The final installment of Barbara Lounsberry’s valuable contribution to VW scholarship, this book covers Woolf’s diaries from 1929 to 1941 (book one 1897-1918, book two 1918-1929). This look at Woolf’s diaries and the diaries she read was less interesting than the other volumes, although I did pick up recommendations for Alice James’s diary and reinforced the idea I need to eventually finish reading Gide’s diary. As always, Lounsberry does a great job picking apart how the diary influences Woolf’s other published work, her grand exhaustion over The Years, her use of one work to balance out another. Oh! And the Michael Field diaries, the pseudonym of an aunt & niece combo who wrote poetry but who suffered much abuse from the male establishment, by way of Ruskin, giving Woolf much material for On Being Despised.
On being 50:
how possessed I am with the feeling that now, age 50, I’m just poised to shoot forth quite free straight & undeflected my bolts whatever they are…
Her prodigious appetite for reading:
I want to write another 4 novels… & to go through English literature, like a string through cheese, or rather like some industrious insect, eating its way from book to book, from Chaucer to Lawrence. This is a programme (1932).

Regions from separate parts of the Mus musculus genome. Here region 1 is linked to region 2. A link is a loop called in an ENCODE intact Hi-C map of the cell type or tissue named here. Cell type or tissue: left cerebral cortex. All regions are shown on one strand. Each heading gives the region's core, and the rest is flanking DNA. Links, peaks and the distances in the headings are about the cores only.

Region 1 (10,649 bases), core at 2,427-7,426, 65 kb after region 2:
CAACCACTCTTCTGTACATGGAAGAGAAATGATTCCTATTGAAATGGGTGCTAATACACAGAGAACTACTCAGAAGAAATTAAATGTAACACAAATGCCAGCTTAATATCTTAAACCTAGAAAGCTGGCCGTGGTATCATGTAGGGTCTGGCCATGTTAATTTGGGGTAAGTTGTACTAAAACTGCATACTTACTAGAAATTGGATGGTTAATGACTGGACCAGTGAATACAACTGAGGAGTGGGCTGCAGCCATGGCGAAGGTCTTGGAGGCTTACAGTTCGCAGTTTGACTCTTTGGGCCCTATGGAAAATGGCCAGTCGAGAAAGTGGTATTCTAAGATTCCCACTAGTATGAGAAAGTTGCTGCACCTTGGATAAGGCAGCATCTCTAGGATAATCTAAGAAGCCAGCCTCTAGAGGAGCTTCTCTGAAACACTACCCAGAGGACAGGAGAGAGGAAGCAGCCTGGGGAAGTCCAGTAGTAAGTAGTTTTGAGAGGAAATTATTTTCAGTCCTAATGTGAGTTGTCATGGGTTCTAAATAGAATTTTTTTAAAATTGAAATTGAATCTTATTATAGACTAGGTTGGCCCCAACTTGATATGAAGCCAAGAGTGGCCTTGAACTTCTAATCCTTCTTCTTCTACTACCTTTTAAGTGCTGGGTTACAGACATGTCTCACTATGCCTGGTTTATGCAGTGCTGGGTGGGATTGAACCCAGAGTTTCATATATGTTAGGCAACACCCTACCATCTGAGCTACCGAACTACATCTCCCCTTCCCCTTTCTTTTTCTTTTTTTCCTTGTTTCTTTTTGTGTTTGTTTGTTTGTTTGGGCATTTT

And in 1939: “I take my brain out, & fill it with books, as a sponge with water”.
Alice James on suicide: “Every educated person who kills himself does something toward lessening the superstition. It’s bad that it’s so untidy… But how heroic to be able to supress one’s vanity to the extent of confessing that the game is too hard.”
Tidbits of the outer world float in, like the shocking discovery of Cook’s travel pamphlets issuing a brochure inviting a “Heil! Summer!” which helped to normalize Nazi Germany in the mid-1930s. (See: Petra Rau’s “The Fascist Body Beautiful and the Imperial Crisis in 1930s British Writing.”)
My interest is only increased in setting aside all my attention to the VW project and working my way through her enormous mound of words, piece by piece.